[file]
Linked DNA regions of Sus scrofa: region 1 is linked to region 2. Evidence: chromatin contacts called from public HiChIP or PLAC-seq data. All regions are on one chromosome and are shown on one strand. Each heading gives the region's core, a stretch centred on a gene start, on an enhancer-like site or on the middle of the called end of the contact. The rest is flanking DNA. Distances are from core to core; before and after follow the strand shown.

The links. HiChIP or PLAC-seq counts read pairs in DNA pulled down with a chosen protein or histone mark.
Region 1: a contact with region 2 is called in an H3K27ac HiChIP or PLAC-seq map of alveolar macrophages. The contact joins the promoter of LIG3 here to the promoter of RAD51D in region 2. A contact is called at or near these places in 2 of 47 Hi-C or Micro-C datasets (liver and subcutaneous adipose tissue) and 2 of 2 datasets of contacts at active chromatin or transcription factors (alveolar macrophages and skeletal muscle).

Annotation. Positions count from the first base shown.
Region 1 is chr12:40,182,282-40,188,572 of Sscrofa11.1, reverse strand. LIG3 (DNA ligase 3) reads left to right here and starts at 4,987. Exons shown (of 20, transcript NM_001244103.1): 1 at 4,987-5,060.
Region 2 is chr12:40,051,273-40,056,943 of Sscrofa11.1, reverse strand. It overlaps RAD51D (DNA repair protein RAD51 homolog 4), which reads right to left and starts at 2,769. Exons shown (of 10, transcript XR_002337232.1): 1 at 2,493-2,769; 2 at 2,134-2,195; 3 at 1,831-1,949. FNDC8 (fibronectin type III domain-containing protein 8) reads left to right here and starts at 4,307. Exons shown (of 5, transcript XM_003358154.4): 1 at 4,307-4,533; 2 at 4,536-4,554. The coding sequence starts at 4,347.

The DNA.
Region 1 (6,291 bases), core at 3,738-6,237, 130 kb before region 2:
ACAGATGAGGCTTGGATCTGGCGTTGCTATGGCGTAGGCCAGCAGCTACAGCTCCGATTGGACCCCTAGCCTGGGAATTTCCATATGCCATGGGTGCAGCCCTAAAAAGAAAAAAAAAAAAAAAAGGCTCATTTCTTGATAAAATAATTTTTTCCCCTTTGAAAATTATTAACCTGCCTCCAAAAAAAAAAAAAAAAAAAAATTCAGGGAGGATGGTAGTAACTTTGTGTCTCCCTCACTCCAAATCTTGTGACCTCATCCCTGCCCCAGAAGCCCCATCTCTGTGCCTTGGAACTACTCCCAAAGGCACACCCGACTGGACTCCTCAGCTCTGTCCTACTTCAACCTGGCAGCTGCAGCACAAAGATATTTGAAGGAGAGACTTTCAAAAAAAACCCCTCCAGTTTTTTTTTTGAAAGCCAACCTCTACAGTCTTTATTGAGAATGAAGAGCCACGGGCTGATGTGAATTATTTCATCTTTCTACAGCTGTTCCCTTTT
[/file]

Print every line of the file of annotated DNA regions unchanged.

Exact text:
Linked DNA regions of Sus scrofa: region 1 is linked to region 2. Evidence: chromatin contacts called from public HiChIP or PLAC-seq data. All regions are on one chromosome and are shown on one strand. Each heading gives the region's core, a stretch centred on a gene start, on an enhancer-like site or on the middle of the called end of the contact. The rest is flanking DNA. Distances are from core to core; before and after follow the strand shown.

The links. HiChIP or PLAC-seq counts read pairs in DNA pulled down with a chosen protein or histone mark.
Region 1: a contact with region 2 is called in an H3K27ac HiChIP or PLAC-seq map of alveolar macrophages. The contact joins the promoter of LIG3 here to the promoter of RAD51D in region 2. A contact is called at or near these places in 2 of 47 Hi-C or Micro-C datasets (liver and subcutaneous adipose tissue) and 2 of 2 datasets of contacts at active chromatin or transcription factors (alveolar macrophages and skeletal muscle).

Annotation. Positions count from the first base shown.
Region 1 is chr12:40,182,282-40,188,572 of Sscrofa11.1, reverse strand. LIG3 (DNA ligase 3) reads left to right here and starts at 4,987. Exons shown (of 20, transcript NM_001244103.1): 1 at 4,987-5,060.
Region 2 is chr12:40,051,273-40,056,943 of Sscrofa11.1, reverse strand. It overlaps RAD51D (DNA repair protein RAD51 homolog 4), which reads right to left and starts at 2,769. Exons shown (of 10, transcript XR_002337232.1): 1 at 2,493-2,769; 2 at 2,134-2,195; 3 at 1,831-1,949. FNDC8 (fibronectin type III domain-containing protein 8) reads left to right here and starts at 4,307. Exons shown (of 5, transcript XM_003358154.4): 1 at 4,307-4,533; 2 at 4,536-4,554. The coding sequence starts at 4,347.

The DNA.
Region 1 (6,291 bases), core at 3,738-6,237, 130 kb before region 2:
ACAGATGAGGCTTGGATCTGGCGTTGCTATGGCGTAGGCCAGCAGCTACAGCTCCGATTGGACCCCTAGCCTGGGAATTTCCATATGCCATGGGTGCAGCCCTAAAAAGAAAAAAAAAAAAAAAAGGCTCATTTCTTGATAAAATAATTTTTTCCCCTTTGAAAATTATTAACCTGCCTCCAAAAAAAAAAAAAAAAAAAAATTCAGGGAGGATGGTAGTAACTTTGTGTCTCCCTCACTCCAAATCTTGTGACCTCATCCCTGCCCCAGAAGCCCCATCTCTGTGCCTTGGAACTACTCCCAAAGGCACACCCGACTGGACTCCTCAGCTCTGTCCTACTTCAACCTGGCAGCTGCAGCACAAAGATATTTGAAGGAGAGACTTTCAAAAAAAACCCCTCCAGTTTTTTTTTTGAAAGCCAACCTCTACAGTCTTTATTGAGAATGAAGAGCCACGGGCTGATGTGAATTATTTCATCTTTCTACAGCTGTTCCCTTTT